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Our holdings include hundreds of glass and film negatives/transparencies that we've scanned ourselves; in addition, many other photos on this site were extracted from reference images (high-resolution tiffs) in the Library of Congress research archive. (To query the database click here.) They are adjusted, restored and reworked by your webmaster in accordance with his aesthetic sensibilities before being downsized and turned into the jpegs you see here. All of these images (including "derivative works") are protected by copyright laws of the United States and other jurisdictions and may not be sold, reproduced or otherwise used for commercial purposes without permission.

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[REV 25-NOV-2014]

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What, Me Worry?

What, Me Worry?

The Edwards boy in 1921. View full size. National Photo Company Collection.

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I found the logo of the lapel pin:

at the Osaka YMCA International School Community, where it is used as an illustration at a paragraph about the YMCA global network and the Osaka YMCA. I could not find a further link to the logo and its history. Behind the triangle a "XP" or "Chi-Rho" or chrismon can be found, the monogram for Christ.

Edwards Boy

Don Calvin Edwards Sr. was a Kentucky Republican congressman.

Local mystery solved?

I think that may then explain a local building I had wondered about. It's an old building that has a row of round tiles with inverted red or orangish triangles around the top. They don't have the words printed on them, though, but I was curious because it certainly looked like they were meant to mean something, not a thing that looked like it would have been popular as a decorating theme 100 years or so ago. Still, I should now be able to find out if the building was once occupied by a YMCA.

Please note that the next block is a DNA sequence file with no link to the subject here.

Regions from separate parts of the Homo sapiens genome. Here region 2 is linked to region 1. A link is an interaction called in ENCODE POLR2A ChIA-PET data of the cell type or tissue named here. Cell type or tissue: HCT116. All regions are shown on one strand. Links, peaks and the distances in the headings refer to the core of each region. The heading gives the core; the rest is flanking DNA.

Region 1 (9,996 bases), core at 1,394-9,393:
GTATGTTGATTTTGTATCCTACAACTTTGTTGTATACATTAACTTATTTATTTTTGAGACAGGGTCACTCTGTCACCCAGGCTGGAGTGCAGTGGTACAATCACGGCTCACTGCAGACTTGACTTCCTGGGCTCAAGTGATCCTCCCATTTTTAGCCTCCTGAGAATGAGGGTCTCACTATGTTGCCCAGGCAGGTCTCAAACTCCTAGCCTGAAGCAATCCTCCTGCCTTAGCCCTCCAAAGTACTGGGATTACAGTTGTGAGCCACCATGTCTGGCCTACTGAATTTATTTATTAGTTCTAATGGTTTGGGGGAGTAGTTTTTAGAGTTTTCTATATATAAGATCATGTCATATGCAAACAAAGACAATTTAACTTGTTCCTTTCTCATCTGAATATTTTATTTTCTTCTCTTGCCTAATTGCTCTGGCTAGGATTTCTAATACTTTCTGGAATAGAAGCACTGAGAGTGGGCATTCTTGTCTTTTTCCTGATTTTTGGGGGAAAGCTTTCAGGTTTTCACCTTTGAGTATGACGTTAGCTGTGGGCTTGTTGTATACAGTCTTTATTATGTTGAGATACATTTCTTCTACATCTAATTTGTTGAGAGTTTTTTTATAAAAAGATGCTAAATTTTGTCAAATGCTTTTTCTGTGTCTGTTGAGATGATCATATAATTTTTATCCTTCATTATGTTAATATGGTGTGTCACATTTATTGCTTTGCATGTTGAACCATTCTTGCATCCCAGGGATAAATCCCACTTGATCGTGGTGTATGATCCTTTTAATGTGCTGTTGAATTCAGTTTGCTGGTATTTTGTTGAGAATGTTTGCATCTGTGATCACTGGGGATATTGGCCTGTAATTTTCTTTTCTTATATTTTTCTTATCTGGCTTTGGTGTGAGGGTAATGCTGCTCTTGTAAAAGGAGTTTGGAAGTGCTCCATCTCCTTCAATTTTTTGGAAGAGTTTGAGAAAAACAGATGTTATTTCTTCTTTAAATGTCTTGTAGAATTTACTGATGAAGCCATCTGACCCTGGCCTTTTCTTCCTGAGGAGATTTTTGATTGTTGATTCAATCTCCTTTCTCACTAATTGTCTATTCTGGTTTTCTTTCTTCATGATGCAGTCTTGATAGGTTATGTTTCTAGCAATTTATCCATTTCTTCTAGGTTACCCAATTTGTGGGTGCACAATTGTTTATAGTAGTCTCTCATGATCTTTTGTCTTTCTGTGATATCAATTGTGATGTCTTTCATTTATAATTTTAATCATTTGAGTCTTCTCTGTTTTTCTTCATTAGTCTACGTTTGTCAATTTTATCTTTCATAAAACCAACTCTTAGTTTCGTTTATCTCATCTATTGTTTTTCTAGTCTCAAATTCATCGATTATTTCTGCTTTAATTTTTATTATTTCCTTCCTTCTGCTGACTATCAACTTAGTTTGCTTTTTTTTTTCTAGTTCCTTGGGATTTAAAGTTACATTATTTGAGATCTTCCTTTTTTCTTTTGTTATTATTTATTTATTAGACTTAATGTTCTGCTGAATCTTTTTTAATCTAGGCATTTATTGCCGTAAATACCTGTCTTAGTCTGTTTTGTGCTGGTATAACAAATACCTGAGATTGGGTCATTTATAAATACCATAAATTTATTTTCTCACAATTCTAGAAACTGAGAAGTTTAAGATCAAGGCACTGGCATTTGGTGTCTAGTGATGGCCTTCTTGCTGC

BTW, who is "The Edwards Boy"? The captions say that as if we should know!

[I'm hoping there's someone out there who knows. There are a dozen or so pictures of "the Edwards boy" in the National Photo Service archive. Two more here and here. - Dave]


"In the United States the YMCA began to extend its concern with men's souls to include their bodies. This departure was captured by Luther Halsey Gulick (1865– 1918) in his 1889 design of the YMCA's triangle logo inscribed with the words "spirit," "mind," "body.""


It makes me recall YMCA, both the inverted triangle and the logo

What Me Worry

I can't read the lapel pin. That could make a difference. The position of the necktie to the collar shows a well dressed guy. I'd like to know what became of him.

["Spirit, mind, body." - Dave]

SHORPY HISTORICAL PHOTO ARCHIVE | History in HD is a vintage photo archive featuring thousands of high-definition images from the 1850s to 1960s. (Available as fine-art prints from the Shorpy Archive.) The site is named after Shorpy Higginbotham, a teenage coal miner who lived 100 years ago.

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